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Winter in Eden (Eden Trilogy) Paperback


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Product Details

  • Series: Eden Trilogy
  • Paperback: 416 pages
  • Publisher: I Books (January 30, 2001)
  • Language: English
  • ISBN-10: 0743412915
  • ISBN-13: 978-0743412919
  • Product Dimensions: 9 x 6 x 1.1 inches
  • Shipping Weight: 1 pounds
  • Average Customer Review: 4.3 out of 5 stars  See all reviews (15 customer reviews)
  • Amazon Best Sellers Rank: #1,638,850 in Books (See Top 100 in Books)

Editorial Reviews

Review

"An exciting adventure into a 'what if' world. A brilliant work of creative imagination, one that rivals in conception, scope, and execution of plot Jean Auel's bestselling novels".-- The Nashville Banner

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Customer Reviews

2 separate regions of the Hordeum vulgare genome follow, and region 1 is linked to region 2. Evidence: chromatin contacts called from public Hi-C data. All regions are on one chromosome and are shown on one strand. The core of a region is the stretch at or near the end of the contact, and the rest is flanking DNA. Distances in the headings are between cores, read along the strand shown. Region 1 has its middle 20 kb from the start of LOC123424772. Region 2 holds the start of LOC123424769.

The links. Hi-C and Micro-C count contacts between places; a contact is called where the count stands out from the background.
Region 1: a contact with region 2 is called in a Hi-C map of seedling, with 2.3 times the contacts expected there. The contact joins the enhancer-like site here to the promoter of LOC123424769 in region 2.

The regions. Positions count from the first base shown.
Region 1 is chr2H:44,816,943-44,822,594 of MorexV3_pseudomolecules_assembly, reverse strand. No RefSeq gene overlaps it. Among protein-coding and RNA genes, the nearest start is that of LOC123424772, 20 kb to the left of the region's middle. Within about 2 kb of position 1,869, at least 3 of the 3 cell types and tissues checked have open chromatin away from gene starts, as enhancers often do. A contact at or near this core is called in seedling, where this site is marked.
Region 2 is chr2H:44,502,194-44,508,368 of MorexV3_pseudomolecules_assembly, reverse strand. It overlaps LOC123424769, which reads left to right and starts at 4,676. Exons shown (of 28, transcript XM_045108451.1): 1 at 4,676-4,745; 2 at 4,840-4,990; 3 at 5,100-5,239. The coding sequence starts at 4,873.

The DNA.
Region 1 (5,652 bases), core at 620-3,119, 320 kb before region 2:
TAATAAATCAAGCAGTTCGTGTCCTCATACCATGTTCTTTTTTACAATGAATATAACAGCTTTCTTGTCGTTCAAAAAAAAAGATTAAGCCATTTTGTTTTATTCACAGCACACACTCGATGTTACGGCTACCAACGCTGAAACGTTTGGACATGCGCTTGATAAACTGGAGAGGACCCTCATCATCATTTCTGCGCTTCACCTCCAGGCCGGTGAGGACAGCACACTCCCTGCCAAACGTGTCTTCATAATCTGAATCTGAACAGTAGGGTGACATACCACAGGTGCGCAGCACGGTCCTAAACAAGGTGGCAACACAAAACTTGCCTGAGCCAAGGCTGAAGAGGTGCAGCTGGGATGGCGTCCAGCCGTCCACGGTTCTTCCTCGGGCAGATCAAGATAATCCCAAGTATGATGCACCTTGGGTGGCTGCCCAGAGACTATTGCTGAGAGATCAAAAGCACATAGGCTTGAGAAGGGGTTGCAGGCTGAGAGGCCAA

4.3 out of 5 stars
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Most Helpful Customer Reviews

1 of 1 people found the following review helpful By Avid Reader on October 27, 2003
Format: Mass Market Paperback
It is extremely rare that a sequel equals the original for obvious reasons: (1) If the author does not emphasize character then he/she must rely on the novelty of the original work to carry forth of introduce still more novelty or (2) If the author does emphasize character then the reader is usually all too familiar with their lives.
Harrison solves this by limiting the material offered to the reader on the humans in the first novel. Throughout the series he has tried to remain factually or scientifically correct such as the idea that huge dinosaurs could have never developed the brain size or build the structures required for their use and that without the devastating asteroid dinosaurs would have remained the rulers of Earth.